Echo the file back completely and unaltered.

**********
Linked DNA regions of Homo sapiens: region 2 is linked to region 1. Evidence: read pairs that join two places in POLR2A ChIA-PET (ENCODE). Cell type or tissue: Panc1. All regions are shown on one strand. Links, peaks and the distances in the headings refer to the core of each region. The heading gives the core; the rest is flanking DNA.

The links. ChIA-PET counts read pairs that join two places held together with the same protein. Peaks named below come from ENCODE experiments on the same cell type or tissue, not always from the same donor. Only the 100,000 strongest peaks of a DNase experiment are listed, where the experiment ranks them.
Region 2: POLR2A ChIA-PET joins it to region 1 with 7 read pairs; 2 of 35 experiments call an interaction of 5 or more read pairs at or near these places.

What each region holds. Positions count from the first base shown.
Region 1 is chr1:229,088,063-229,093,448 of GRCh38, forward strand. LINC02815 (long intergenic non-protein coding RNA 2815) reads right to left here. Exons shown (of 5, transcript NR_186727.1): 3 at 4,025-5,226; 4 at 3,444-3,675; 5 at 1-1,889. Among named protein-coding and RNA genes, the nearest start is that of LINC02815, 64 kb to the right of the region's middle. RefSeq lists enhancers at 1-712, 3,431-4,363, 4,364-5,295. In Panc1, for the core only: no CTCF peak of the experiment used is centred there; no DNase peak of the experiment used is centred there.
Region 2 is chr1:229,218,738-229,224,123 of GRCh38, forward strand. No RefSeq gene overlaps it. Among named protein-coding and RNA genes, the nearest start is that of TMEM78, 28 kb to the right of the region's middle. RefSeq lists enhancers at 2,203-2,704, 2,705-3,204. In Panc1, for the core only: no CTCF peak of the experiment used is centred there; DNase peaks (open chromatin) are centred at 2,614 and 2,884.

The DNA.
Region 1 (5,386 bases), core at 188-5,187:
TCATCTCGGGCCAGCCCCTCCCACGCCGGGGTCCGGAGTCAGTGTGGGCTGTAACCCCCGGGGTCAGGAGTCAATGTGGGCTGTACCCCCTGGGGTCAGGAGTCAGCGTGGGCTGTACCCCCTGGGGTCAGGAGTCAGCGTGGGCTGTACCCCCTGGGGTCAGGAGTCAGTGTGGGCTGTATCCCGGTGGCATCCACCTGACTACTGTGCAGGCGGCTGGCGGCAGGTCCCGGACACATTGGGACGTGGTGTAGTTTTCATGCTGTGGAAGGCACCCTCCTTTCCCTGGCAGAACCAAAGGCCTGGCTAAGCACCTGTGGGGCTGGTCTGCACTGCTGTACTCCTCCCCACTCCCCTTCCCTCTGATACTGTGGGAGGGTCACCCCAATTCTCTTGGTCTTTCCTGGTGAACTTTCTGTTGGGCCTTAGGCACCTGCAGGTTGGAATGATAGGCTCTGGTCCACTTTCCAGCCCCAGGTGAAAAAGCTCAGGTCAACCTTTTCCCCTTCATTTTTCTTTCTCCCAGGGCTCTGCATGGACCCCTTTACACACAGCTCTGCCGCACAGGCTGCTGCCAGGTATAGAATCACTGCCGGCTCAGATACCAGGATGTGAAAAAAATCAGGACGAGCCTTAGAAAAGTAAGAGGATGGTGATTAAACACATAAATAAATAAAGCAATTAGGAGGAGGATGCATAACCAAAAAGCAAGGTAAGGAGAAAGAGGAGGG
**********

Linked DNA regions of Homo sapiens: region 2 is linked to region 1. Evidence: read pairs that join two places in POLR2A ChIA-PET (ENCODE). Cell type or tissue: Panc1. All regions are shown on one strand. Links, peaks and the distances in the headings refer to the core of each region. The heading gives the core; the rest is flanking DNA.

The links. ChIA-PET counts read pairs that join two places held together with the same protein. Peaks named below come from ENCODE experiments on the same cell type or tissue, not always from the same donor. Only the 100,000 strongest peaks of a DNase experiment are listed, where the experiment ranks them.
Region 2: POLR2A ChIA-PET joins it to region 1 with 7 read pairs; 2 of 35 experiments call an interaction of 5 or more read pairs at or near these places.

What each region holds. Positions count from the first base shown.
Region 1 is chr1:229,088,063-229,093,448 of GRCh38, forward strand. LINC02815 (long intergenic non-protein coding RNA 2815) reads right to left here. Exons shown (of 5, transcript NR_186727.1): 3 at 4,025-5,226; 4 at 3,444-3,675; 5 at 1-1,889. Among named protein-coding and RNA genes, the nearest start is that of LINC02815, 64 kb to the right of the region's middle. RefSeq lists enhancers at 1-712, 3,431-4,363, 4,364-5,295. In Panc1, for the core only: no CTCF peak of the experiment used is centred there; no DNase peak of the experiment used is centred there.
Region 2 is chr1:229,218,738-229,224,123 of GRCh38, forward strand. No RefSeq gene overlaps it. Among named protein-coding and RNA genes, the nearest start is that of TMEM78, 28 kb to the right of the region's middle. RefSeq lists enhancers at 2,203-2,704, 2,705-3,204. In Panc1, for the core only: no CTCF peak of the experiment used is centred there; DNase peaks (open chromatin) are centred at 2,614 and 2,884.

The DNA.
Region 1 (5,386 bases), core at 188-5,187:
TCATCTCGGGCCAGCCCCTCCCACGCCGGGGTCCGGAGTCAGTGTGGGCTGTAACCCCCGGGGTCAGGAGTCAATGTGGGCTGTACCCCCTGGGGTCAGGAGTCAGCGTGGGCTGTACCCCCTGGGGTCAGGAGTCAGCGTGGGCTGTACCCCCTGGGGTCAGGAGTCAGTGTGGGCTGTATCCCGGTGGCATCCACCTGACTACTGTGCAGGCGGCTGGCGGCAGGTCCCGGACACATTGGGACGTGGTGTAGTTTTCATGCTGTGGAAGGCACCCTCCTTTCCCTGGCAGAACCAAAGGCCTGGCTAAGCACCTGTGGGGCTGGTCTGCACTGCTGTACTCCTCCCCACTCCCCTTCCCTCTGATACTGTGGGAGGGTCACCCCAATTCTCTTGGTCTTTCCTGGTGAACTTTCTGTTGGGCCTTAGGCACCTGCAGGTTGGAATGATAGGCTCTGGTCCACTTTCCAGCCCCAGGTGAAAAAGCTCAGGTCAACCTTTTCCCCTTCATTTTTCTTTCTCCCAGGGCTCTGCATGGACCCCTTTACACACAGCTCTGCCGCACAGGCTGCTGCCAGGTATAGAATCACTGCCGGCTCAGATACCAGGATGTGAAAAAAATCAGGACGAGCCTTAGAAAAGTAAGAGGATGGTGATTAAACACATAAATAAATAAAGCAATTAGGAGGAGGATGCATAACCAAAAAGCAAGGTAAGGAGAAAGAGGAGGG